The Skinny On Whole Foods’ Anti-Fat Policy

Some people just don’t like carrots, but nobody likes a stick.  This is what John Mackey, CEO of Whole Foods and notorious health care blow hard, doesn’t seem to get.  In an attempt to reduce the cost of health care for its employees, Whole Foods created a new policy to offer deeper discounts on food to employees that can squeeze into the company’s [narrow] definition of health. The “Team Member Healthy Discount Incentive” is a voluntary program that evaluates the health of employees based on Body Mass Index (BMI), blood pressure, cholesterol, and nicotine-use.  Based on these specific criteria, employees can qualify for an additional 2-10% discount on top of the 20% discount all employees already receive.

But instead of acting as an incentive, the program may have the exact opposite effect and act more like a punishment for larger-bodied employees who already have to deal with living in a society whose last acceptable “–ism” is hating on fat people.  The issue here is not about companies encouraging the well-being of their employees.  The issue here is that a large company is adopting a prescriptive definition of what health means for all people and bodies, and  imposing that criteria upon its employees.

In a letter to employees, Mr. Mackey claims that “Supporting Team Member Happiness and Excellence is a very important core value.”   While there is certainly evidence that generally suggests that high cholesterol, high BMI, and cigarette smoking are detrimental to a person’s well-being, there are many happy, healthy, active, fat people that are conscious of their food choices that do not fall within the prevailing acceptable range for BMI that Whole Foods will use to determine health.  There are not, however, many truly happy people that suffer from self-hatred, body dysmorphia, unreasonable expectations of beauty, or working against a body’s biology to comply with over-generalized definitions of health.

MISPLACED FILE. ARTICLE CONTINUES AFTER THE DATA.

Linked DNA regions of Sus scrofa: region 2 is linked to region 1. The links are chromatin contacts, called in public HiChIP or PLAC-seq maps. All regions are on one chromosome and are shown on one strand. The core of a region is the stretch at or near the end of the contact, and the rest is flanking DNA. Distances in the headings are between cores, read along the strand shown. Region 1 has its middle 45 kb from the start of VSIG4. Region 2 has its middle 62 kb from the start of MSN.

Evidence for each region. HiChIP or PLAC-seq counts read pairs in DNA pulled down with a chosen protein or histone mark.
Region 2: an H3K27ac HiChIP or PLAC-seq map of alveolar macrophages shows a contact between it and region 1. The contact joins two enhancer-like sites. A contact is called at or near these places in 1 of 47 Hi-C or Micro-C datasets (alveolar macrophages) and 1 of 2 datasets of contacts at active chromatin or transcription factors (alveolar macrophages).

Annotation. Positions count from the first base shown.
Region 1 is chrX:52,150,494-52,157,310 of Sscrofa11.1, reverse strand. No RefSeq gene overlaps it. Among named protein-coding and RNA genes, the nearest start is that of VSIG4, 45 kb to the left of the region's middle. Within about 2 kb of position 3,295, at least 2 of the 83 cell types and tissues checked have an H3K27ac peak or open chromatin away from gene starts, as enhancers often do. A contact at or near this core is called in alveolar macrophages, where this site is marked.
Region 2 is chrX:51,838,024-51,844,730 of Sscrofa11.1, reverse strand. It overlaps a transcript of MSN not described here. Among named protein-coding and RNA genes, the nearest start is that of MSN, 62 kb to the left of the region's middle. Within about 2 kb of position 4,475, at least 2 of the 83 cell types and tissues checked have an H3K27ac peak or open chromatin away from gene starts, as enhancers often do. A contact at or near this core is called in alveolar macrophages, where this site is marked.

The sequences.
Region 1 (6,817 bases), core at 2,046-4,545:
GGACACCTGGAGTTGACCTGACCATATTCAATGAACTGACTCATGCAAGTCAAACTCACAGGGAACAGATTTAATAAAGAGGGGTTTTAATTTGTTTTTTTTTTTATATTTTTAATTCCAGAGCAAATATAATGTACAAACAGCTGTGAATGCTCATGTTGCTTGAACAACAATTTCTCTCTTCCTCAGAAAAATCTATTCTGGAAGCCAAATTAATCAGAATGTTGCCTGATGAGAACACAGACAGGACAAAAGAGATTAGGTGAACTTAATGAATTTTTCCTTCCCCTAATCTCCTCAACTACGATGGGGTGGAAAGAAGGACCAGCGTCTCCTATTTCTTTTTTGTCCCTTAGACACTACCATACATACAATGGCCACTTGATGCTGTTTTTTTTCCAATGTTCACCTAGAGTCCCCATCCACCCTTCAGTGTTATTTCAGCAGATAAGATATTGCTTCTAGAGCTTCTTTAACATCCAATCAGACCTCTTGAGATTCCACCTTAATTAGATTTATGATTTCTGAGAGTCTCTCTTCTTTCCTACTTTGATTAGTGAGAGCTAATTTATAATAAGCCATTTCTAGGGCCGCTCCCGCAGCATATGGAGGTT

Now I must confess: I am one of those people who are obsessed with health, nutrition, and exercise, and as a former professional athlete I can tell you that the obsession in and of itself was probably less healthy than moderate servings of whatever foods it was that I was telling myself to strictly avoid.  I also know that there are some things that certain bodies will never do: some people will never run distance well, some people will never sprint well, some people will never gain weight beyond a certain point, and some will never lose it.  The most important thing is for each of us to find out what our body’s optimal balance is, and at a certain point accept and love whatever that is.

While there are plenty of effective ways to encourage employees to live a healthier lifestyle and find their own balance, creating a regime of shame based on a narrow and inaccurate definition of health–such as BMI–arguably creates a hostile work environment.  This isn’t encouraging healthy eating, it’s colonizing the body. While it’s true that our country suffers from an epidemic of obesity-related diseases, I think it’s safe to say that the Whole Foods employee population is NOT the population that needs to be targeted. The very act of working at an organic grocery store eliminates the greatest obstacle to health that many Americans face– access to affordable healthful food options and information on living a healthy lifestyle.

The Whole Foods anti-fat policy will not encourage a change in behavior among employees, but will rather alienate larger-bodied customers and employees.  It will not likely save the company money, but instead earn it loads of bad press, lost business, and it will likely get them sued.  If the company wanted to create incentives that encourage healthy lifestyles, perhaps it could offer discounts at gyms and for other activities, create opportunities for employees to be active outside of work, offer free classes or seminars on how to lose weight or improve one’s diet, or even bring in a dietitian to sit down with each individual employee to help him or her set goals and create a plan of action to achieve his or her desired results.  These measures would probably cost less than attorney fees and lost revenues.

It is a little ironic that “Whole Paycheck’s” solution to obesity is to offer skinny people healthful food for less.  According to their own logic, shouldn’t it be the other way around?

Carly has a BA from Stanford and recently finished her MBA in sustainable management at Presidio Graduate School in San Francisco. Her interests revolve around sustainable food production, sports, renewable energy, finance, and sustainable business consulting. She lives in Oakland where she spends her spare time cycling, home brewing, gardening, cooking, and surfing (when she can make it over the bridge).